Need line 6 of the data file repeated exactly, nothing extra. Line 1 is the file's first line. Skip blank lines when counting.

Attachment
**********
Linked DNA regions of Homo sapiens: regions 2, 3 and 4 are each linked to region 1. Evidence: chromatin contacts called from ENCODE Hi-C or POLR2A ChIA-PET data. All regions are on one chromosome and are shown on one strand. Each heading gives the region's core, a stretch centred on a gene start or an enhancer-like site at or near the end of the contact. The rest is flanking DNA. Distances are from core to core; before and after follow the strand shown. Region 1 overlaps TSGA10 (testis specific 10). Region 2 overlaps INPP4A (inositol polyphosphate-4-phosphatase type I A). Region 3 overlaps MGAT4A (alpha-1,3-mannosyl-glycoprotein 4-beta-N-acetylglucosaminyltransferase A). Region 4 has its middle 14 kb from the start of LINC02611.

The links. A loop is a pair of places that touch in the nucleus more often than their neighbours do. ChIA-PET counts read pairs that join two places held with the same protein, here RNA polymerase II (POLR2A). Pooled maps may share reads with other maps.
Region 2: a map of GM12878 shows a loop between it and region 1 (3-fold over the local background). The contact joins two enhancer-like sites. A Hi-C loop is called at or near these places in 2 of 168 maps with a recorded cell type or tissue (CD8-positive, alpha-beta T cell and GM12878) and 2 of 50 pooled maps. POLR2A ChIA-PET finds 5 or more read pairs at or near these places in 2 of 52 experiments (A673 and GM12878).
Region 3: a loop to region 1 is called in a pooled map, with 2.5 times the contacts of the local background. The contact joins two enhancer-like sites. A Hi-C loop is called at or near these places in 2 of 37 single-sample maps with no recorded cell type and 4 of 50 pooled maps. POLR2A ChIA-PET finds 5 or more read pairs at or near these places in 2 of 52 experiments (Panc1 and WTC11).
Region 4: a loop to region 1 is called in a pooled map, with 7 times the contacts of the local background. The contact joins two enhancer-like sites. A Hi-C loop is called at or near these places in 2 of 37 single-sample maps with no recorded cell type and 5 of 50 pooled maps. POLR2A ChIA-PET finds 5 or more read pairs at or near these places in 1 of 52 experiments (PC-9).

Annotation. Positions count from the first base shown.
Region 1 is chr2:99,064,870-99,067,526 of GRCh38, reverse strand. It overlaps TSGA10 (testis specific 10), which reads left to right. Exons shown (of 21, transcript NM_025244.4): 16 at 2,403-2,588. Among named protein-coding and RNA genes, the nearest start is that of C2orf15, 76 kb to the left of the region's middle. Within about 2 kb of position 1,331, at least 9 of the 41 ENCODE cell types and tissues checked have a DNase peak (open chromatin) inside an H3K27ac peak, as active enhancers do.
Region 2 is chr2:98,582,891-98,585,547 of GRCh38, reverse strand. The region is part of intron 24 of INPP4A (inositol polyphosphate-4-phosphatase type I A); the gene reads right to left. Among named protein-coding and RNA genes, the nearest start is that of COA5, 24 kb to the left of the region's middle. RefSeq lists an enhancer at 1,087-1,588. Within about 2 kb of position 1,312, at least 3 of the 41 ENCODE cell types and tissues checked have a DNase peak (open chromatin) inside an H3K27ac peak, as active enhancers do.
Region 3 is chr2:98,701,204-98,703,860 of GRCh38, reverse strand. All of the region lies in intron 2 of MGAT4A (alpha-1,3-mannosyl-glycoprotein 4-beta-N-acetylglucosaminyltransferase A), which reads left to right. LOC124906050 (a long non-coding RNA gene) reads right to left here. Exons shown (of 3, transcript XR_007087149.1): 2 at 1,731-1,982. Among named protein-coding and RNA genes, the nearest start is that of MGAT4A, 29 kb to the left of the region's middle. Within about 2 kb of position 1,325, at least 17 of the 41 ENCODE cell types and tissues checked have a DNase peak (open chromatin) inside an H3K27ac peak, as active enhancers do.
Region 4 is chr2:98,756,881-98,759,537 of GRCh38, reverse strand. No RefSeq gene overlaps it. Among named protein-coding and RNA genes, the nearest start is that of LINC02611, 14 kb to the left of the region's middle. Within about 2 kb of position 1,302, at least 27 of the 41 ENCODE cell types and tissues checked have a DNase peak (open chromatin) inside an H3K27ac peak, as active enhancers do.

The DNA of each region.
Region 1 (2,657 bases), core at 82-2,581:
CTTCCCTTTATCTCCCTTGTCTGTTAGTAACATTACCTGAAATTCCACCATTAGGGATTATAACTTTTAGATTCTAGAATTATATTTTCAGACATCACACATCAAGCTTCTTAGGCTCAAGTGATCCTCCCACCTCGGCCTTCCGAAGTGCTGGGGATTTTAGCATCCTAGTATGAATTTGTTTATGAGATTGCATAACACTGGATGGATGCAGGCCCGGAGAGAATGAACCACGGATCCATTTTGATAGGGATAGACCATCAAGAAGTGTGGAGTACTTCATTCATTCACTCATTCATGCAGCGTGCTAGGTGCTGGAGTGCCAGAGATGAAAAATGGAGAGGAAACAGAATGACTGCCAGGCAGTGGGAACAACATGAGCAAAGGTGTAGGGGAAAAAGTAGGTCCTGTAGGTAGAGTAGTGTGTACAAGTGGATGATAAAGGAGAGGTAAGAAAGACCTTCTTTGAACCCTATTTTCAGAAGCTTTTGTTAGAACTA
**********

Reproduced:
Annotation. Positions count from the first base shown.